Category Archives: Buffer overflow

The GHOST vulnerability

A serious problem in the Linux glibc library went unnoticed for almost 15 years. A simple coding mistake introduced into the code in November 2000 leaves servers including e-mail servers vulnerable to remote code execution. A buffer overflow in the GNU C Library function __nss_hostname_digits_dots(), which is called by the well used gethostbyname*() functions makes it possible to take over any type of server. In the case of e-mail servers — to take only one example — it is possible to take over a server remotely by sending a well-crafted e-mail exploiting the vulnerability.


Yesterday, Qualys announced that a serious problem in the Linux glibc library exposes servers to remote code execution. While the problem was already found in May 2013, the security implications of the bug only came to light when Qualys security researchers dived deeper into the issue. The issue was handled as a regular bug and updates were made available in 2013. As this bug was not qualified as a security issue, most systems were not updated.

However, there are clearly security implications to the bug that was found. As illustrated in the picture, taking over an unpatched e-mail server is rather simple as it does not require special credentials whatsoever. It requires detailed knowledge of the bug itself (and as Glibc is open source, the code can be inspected) and a malicious person with exploit writing capabilities to craft an attack vector in order to exploit this vulnerability. It requires the malicious person to send the e-mail to the mail server, which then calls one of the gethostbyname*() functions which will in turn call the problematic __nss_hostname_digits_dots(). If the attack is correctly designed, the attacker will get a shell on (and control over) the machine.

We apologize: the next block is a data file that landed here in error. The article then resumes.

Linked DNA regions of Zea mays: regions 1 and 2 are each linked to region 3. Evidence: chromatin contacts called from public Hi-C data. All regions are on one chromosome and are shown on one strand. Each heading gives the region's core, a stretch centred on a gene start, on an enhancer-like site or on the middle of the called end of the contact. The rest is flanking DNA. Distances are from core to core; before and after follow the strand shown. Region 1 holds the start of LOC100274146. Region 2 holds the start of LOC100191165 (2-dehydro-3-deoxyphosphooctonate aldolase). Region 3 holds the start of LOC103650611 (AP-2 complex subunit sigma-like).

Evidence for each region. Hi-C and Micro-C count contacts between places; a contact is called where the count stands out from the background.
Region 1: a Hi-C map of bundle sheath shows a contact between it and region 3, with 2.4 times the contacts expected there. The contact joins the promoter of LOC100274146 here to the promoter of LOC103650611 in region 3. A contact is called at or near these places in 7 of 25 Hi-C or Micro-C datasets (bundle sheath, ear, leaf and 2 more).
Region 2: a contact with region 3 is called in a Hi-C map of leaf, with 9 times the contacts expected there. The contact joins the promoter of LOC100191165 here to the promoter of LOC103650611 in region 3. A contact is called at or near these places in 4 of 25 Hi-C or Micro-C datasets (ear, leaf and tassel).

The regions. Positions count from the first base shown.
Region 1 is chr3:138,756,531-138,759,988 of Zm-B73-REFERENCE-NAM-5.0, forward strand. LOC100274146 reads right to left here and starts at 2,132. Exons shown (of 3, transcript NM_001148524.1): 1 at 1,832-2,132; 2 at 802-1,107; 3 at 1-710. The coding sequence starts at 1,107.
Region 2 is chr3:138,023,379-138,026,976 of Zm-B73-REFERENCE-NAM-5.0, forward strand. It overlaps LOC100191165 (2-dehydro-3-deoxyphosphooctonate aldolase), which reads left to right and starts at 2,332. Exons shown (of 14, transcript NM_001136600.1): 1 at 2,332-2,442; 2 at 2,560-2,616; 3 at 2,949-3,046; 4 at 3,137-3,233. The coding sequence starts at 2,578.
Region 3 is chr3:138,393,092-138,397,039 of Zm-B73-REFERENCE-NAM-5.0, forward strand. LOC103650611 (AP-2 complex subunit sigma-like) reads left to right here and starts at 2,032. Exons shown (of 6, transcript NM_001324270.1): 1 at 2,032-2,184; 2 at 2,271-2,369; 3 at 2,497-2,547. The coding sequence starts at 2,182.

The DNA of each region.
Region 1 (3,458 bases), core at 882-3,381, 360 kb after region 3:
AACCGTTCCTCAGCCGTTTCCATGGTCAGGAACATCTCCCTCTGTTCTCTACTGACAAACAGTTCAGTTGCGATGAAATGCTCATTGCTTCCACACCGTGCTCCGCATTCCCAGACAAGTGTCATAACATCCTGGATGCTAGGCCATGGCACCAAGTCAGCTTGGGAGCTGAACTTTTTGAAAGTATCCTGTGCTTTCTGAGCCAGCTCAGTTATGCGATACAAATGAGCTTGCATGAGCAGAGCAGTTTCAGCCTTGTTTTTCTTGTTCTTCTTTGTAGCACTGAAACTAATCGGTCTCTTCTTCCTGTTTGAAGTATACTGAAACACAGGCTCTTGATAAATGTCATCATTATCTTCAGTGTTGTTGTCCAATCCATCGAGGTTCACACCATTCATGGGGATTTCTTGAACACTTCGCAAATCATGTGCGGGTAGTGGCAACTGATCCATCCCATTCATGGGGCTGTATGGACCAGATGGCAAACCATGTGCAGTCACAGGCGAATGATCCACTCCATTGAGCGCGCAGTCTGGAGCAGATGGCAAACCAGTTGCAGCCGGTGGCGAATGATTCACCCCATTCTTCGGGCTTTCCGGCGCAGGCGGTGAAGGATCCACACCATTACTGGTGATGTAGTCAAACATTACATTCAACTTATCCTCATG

If you want to know if your systems are affected by this problem, you can use the code made available here to find out if your system is vulnerable. In any case, we would like to encourage administrators to update affected systems as soon as possible. NVISO customers have been sent an advisory note with detailed information regarding this vulnerability and what they can do right now to protect themselves.

What we’ve learned from this vulnerability is that once again security issues can go unnoticed for a very long time. We often come across web-facing applications that feature code written years ago, sometimes over a decade old. A clear lesson is that these may no longer be considered safe, for the simple reason that new security issues have since emerged. Many organizations are addressing this issue by reviewing older code on critical and web-facing applications. We can only encourage everyone to do the same.